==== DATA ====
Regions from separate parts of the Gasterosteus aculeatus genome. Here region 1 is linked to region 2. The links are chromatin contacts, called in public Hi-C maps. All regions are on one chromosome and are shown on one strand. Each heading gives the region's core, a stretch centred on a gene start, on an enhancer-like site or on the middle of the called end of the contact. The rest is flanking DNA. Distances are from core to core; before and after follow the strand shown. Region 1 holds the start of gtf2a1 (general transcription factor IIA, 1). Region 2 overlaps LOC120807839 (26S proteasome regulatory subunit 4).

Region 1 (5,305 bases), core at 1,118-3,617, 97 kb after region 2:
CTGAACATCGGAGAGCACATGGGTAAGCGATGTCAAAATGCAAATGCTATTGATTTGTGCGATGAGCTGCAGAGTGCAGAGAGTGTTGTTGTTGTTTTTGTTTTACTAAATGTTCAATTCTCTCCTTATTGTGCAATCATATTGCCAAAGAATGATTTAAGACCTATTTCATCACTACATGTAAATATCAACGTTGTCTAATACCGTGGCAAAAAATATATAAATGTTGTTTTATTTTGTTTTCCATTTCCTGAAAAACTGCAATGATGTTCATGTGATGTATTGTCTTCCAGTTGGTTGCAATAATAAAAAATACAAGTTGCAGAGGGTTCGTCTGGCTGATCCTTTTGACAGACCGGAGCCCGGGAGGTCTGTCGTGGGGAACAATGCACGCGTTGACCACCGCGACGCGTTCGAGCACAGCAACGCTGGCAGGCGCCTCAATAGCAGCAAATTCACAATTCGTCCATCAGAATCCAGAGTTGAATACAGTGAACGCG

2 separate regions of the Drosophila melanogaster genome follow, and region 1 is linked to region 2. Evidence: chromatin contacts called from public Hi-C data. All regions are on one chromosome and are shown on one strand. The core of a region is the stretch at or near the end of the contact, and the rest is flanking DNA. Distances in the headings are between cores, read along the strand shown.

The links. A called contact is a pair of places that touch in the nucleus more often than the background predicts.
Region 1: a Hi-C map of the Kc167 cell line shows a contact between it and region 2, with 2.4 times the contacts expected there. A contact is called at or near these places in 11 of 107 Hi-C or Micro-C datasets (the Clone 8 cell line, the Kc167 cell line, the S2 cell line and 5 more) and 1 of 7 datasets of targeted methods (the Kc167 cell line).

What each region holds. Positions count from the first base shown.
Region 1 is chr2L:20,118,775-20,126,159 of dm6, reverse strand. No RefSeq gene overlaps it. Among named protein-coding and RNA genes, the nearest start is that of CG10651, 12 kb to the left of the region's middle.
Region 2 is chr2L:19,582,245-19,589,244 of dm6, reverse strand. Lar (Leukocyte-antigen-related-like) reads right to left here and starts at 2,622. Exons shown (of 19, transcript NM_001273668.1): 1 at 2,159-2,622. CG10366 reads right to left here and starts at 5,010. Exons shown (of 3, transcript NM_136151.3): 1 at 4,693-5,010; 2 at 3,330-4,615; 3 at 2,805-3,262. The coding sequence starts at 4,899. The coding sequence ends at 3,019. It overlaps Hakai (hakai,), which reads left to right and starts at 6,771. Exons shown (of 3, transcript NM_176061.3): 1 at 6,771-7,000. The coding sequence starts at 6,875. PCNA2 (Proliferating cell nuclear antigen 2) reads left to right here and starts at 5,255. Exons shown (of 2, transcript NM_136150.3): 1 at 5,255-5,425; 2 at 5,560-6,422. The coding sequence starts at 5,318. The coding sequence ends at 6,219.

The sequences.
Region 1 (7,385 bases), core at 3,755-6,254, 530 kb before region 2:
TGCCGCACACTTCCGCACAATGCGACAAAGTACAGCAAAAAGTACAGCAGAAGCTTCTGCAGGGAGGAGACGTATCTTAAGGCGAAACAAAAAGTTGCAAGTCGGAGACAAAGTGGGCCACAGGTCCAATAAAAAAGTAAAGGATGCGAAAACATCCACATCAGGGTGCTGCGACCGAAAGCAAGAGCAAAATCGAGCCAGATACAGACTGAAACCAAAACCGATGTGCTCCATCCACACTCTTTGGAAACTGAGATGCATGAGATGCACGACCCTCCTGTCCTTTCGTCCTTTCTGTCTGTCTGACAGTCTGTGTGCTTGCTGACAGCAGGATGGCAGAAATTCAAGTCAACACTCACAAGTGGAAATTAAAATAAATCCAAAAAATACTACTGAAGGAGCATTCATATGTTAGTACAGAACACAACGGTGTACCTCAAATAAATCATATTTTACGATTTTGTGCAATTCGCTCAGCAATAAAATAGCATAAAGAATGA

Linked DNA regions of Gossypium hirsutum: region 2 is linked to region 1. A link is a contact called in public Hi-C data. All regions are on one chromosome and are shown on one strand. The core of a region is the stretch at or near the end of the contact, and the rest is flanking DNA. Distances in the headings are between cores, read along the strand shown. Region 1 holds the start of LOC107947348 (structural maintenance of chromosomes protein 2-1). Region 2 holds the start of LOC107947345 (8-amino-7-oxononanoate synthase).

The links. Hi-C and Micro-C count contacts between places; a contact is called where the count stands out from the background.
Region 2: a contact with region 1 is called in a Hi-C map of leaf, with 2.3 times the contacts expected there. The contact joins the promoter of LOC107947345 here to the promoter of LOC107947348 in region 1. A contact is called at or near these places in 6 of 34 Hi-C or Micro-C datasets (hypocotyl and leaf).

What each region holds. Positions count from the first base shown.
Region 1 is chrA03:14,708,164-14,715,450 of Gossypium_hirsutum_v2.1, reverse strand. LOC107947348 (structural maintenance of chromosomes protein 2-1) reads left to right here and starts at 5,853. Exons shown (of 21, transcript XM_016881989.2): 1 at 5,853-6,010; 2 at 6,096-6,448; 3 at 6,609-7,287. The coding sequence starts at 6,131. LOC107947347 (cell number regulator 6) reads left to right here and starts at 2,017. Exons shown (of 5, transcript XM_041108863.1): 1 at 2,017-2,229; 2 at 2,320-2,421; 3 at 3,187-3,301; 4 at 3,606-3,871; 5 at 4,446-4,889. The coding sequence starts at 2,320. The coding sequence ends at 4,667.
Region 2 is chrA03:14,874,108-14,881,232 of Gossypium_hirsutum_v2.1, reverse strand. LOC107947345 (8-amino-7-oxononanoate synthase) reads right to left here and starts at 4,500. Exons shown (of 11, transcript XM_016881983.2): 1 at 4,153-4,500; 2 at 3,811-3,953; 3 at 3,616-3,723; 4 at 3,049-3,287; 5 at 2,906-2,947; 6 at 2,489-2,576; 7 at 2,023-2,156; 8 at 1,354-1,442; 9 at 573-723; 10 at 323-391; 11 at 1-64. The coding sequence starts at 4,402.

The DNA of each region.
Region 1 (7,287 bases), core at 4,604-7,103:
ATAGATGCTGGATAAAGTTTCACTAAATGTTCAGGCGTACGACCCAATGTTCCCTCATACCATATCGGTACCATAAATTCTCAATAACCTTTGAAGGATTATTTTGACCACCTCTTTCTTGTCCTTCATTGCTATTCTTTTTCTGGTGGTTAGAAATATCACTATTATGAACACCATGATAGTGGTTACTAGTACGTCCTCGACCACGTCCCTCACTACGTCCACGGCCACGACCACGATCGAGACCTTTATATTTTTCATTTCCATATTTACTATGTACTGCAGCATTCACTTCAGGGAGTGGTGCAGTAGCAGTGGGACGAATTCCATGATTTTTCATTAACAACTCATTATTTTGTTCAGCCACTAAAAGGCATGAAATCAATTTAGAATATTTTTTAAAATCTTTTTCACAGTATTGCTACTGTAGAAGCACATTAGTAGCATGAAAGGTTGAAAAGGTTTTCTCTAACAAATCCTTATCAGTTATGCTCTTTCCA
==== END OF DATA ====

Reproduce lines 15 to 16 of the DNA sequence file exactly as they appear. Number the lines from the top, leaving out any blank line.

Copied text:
Region 2: a contact with region 1 is called in a Hi-C map of leaf, with 2.3 times the contacts expected there. The contact joins the promoter of LOC107947345 here to the promoter of LOC107947348 in region 1. A contact is called at or near these places in 6 of 34 Hi-C or Micro-C datasets (hypocotyl and leaf).

What each region holds. Positions count from the first base shown.